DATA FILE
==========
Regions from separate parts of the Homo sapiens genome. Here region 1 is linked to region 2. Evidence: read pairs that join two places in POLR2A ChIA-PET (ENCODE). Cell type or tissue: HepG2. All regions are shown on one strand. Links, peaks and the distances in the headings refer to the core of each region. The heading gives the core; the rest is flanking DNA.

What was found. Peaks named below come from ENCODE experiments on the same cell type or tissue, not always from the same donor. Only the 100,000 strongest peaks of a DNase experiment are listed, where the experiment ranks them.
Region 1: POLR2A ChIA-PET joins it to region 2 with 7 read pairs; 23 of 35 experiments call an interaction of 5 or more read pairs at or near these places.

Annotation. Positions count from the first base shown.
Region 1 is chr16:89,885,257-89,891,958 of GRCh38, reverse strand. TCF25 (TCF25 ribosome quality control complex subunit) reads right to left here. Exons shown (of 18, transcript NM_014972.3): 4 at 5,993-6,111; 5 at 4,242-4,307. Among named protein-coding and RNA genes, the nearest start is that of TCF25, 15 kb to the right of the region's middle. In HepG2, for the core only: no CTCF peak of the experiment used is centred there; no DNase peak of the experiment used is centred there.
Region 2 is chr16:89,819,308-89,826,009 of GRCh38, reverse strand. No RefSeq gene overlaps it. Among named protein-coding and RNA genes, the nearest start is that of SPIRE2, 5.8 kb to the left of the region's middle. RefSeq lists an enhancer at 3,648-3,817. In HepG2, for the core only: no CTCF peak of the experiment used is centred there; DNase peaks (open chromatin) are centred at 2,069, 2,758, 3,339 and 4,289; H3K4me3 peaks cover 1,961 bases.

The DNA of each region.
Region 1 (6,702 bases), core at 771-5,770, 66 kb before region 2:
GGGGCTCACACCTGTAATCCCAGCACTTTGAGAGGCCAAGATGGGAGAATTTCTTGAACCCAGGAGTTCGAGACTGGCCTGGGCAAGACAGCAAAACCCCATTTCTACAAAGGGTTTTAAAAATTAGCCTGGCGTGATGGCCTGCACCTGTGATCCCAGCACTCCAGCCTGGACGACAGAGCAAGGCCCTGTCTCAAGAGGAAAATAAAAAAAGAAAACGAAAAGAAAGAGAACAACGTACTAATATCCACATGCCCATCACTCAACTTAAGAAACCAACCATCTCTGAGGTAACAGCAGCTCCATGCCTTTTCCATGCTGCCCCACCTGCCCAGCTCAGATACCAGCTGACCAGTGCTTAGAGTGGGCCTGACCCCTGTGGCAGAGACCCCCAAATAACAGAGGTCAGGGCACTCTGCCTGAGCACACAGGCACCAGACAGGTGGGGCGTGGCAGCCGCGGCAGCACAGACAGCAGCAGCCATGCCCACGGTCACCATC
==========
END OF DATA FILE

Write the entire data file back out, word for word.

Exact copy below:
Regions from separate parts of the Homo sapiens genome. Here region 1 is linked to region 2. Evidence: read pairs that join two places in POLR2A ChIA-PET (ENCODE). Cell type or tissue: HepG2. All regions are shown on one strand. Links, peaks and the distances in the headings refer to the core of each region. The heading gives the core; the rest is flanking DNA.

What was found. Peaks named below come from ENCODE experiments on the same cell type or tissue, not always from the same donor. Only the 100,000 strongest peaks of a DNase experiment are listed, where the experiment ranks them.
Region 1: POLR2A ChIA-PET joins it to region 2 with 7 read pairs; 23 of 35 experiments call an interaction of 5 or more read pairs at or near these places.

Annotation. Positions count from the first base shown.
Region 1 is chr16:89,885,257-89,891,958 of GRCh38, reverse strand. TCF25 (TCF25 ribosome quality control complex subunit) reads right to left here. Exons shown (of 18, transcript NM_014972.3): 4 at 5,993-6,111; 5 at 4,242-4,307. Among named protein-coding and RNA genes, the nearest start is that of TCF25, 15 kb to the right of the region's middle. In HepG2, for the core only: no CTCF peak of the experiment used is centred there; no DNase peak of the experiment used is centred there.
Region 2 is chr16:89,819,308-89,826,009 of GRCh38, reverse strand. No RefSeq gene overlaps it. Among named protein-coding and RNA genes, the nearest start is that of SPIRE2, 5.8 kb to the left of the region's middle. RefSeq lists an enhancer at 3,648-3,817. In HepG2, for the core only: no CTCF peak of the experiment used is centred there; DNase peaks (open chromatin) are centred at 2,069, 2,758, 3,339 and 4,289; H3K4me3 peaks cover 1,961 bases.

The DNA of each region.
Region 1 (6,702 bases), core at 771-5,770, 66 kb before region 2:
GGGGCTCACACCTGTAATCCCAGCACTTTGAGAGGCCAAGATGGGAGAATTTCTTGAACCCAGGAGTTCGAGACTGGCCTGGGCAAGACAGCAAAACCCCATTTCTACAAAGGGTTTTAAAAATTAGCCTGGCGTGATGGCCTGCACCTGTGATCCCAGCACTCCAGCCTGGACGACAGAGCAAGGCCCTGTCTCAAGAGGAAAATAAAAAAAGAAAACGAAAAGAAAGAGAACAACGTACTAATATCCACATGCCCATCACTCAACTTAAGAAACCAACCATCTCTGAGGTAACAGCAGCTCCATGCCTTTTCCATGCTGCCCCACCTGCCCAGCTCAGATACCAGCTGACCAGTGCTTAGAGTGGGCCTGACCCCTGTGGCAGAGACCCCCAAATAACAGAGGTCAGGGCACTCTGCCTGAGCACACAGGCACCAGACAGGTGGGGCGTGGCAGCCGCGGCAGCACAGACAGCAGCAGCCATGCCCACGGTCACCATC